(Picture: al.com)

Don’t Let the Negatives from 2020 Carry Over into 2021

I think the one thing that we can all agree on is the fact that 2020 was everything that you see in a horror movie and then some. But now, it’s a new year.

This year will be a year of prosperity for all of us. Sure there will be moments where we think the weight of the world is on our shoulders, but that’s when you go further than you’ve ever gone before.

This year some of us will dream new dreams, set new goals, and if we have what it takes, we will follow through with those dreams and goals and achieve them and so much more.

Be prepared to wait, success has never happened overnight. Hank Aaron didn’t hit 755 home runs over night, Jackie Robinson didn’t break baseball’s color barrier overnight, each of them went through trials and tribulations, times of hardship, and times where they felt like giving in.

But then, something inside them told them to keep to pushing forward. You see, we will all fail from time to time, we’ll all fall at times but if we fall forward we’ve still made progress.

If we learn from the failures of life, we haven’t really failed. If you can fail and learn from it you’ve succeeded in the end. You don’t really fail until you give up.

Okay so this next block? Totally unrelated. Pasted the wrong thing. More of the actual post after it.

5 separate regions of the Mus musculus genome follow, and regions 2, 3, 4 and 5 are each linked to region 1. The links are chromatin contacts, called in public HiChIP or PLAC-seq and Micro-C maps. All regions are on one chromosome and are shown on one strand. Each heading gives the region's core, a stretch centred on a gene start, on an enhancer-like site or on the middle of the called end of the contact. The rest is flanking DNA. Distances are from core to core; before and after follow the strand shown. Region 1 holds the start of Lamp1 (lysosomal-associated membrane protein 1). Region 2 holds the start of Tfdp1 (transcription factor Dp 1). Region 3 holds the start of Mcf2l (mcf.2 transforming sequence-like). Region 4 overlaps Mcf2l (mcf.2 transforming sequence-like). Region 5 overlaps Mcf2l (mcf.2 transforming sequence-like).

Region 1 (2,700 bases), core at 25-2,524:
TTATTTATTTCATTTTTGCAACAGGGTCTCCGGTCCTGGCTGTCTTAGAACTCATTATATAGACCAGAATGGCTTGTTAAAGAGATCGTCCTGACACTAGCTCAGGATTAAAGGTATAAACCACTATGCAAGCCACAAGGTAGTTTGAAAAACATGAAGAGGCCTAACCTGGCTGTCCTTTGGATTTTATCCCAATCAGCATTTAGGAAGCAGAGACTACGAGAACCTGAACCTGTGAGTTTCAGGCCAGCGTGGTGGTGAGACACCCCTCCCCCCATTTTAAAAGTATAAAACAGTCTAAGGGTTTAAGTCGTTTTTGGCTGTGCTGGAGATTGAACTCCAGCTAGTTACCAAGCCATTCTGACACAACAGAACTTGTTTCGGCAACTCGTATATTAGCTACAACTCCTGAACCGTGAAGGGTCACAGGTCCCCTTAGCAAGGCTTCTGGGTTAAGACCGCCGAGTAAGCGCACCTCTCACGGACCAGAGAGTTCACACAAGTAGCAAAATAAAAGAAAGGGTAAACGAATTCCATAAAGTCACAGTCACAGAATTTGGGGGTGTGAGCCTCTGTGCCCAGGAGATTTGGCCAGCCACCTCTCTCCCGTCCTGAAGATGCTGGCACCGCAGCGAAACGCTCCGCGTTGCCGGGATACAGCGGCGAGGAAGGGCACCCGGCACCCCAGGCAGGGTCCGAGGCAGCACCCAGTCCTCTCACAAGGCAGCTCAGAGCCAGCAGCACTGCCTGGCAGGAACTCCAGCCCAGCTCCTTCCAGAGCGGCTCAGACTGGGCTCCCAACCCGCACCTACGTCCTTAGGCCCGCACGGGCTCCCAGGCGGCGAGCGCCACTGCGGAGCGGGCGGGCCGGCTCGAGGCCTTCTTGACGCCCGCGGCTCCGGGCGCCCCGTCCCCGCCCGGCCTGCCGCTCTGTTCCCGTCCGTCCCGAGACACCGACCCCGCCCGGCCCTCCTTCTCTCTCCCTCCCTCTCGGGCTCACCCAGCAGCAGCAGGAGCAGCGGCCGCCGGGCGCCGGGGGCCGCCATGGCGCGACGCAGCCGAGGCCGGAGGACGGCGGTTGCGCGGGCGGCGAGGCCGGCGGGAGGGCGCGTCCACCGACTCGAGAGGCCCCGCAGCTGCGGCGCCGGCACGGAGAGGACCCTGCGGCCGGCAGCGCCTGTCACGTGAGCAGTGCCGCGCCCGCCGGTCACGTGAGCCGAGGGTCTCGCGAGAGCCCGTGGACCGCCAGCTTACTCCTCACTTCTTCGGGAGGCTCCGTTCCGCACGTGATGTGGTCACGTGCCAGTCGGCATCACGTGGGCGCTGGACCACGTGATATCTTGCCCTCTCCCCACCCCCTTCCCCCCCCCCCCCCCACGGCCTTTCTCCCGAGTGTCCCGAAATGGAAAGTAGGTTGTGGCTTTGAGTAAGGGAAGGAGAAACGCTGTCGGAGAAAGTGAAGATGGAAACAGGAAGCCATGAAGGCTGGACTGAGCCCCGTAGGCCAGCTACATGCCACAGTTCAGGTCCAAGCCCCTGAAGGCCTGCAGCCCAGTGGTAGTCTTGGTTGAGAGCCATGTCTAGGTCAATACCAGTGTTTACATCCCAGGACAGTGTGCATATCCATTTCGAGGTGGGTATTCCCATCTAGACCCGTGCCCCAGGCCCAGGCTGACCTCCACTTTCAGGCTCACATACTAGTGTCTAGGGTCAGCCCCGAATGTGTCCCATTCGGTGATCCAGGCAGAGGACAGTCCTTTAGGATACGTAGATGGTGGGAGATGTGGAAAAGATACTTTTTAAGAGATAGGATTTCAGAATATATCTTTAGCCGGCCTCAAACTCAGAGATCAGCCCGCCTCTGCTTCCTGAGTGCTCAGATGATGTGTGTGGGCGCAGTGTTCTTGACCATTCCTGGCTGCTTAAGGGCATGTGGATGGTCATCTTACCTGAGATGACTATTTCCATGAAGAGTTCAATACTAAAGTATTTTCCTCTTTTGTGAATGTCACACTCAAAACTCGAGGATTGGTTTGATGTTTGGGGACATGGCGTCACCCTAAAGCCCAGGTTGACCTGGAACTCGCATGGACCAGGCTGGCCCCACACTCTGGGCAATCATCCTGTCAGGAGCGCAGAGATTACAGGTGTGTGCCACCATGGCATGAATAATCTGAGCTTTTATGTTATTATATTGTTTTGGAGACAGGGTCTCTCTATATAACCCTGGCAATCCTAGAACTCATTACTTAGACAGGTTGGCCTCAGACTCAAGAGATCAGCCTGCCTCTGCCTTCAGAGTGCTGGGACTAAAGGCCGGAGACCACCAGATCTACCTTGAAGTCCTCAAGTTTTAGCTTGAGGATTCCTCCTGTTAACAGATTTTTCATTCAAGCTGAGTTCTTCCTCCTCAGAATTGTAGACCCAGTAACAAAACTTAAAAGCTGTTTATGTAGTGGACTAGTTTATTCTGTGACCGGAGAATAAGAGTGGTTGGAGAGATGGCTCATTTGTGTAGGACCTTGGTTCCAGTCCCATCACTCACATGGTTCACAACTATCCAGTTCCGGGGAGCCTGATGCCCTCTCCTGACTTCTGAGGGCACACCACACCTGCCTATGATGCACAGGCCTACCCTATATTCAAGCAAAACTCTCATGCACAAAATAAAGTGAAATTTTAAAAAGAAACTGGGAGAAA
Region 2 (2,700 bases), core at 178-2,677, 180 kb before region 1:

2020 may have brought us all unforeseen circumstances, but that did nothing but set us up for a greater comeback story in 2021, you can dwell on the past or you can embrace the present and work for the future.

You can start writing your comeback story now or you can procrastinate until you have no choice but to get busy writing. Life doesn’t wait for us, why wait for it?

It’s all up to you, do you want to write your comeback story or have life write it for you?

Happy New Year from Braxton’s Broadcast.

God Bless,

Braxton Parmer.

(Picture: Facebook)

Destined for Greatness: A Testimony of God’s Mercy

On the afternoon of December 12, 1997, at 1:50 p.m. I saw this world for the very first time, and some thought I wouldn’t live to see life outside of the four cold walls of that dark hospital.

The first few months and years of my life were spent with trips to and from hospitals. I spent most of my early childhood traveling anywhere from Montgomery, Alabama, to Birmingham, Alabama, all the way to Greenville, South Carolina.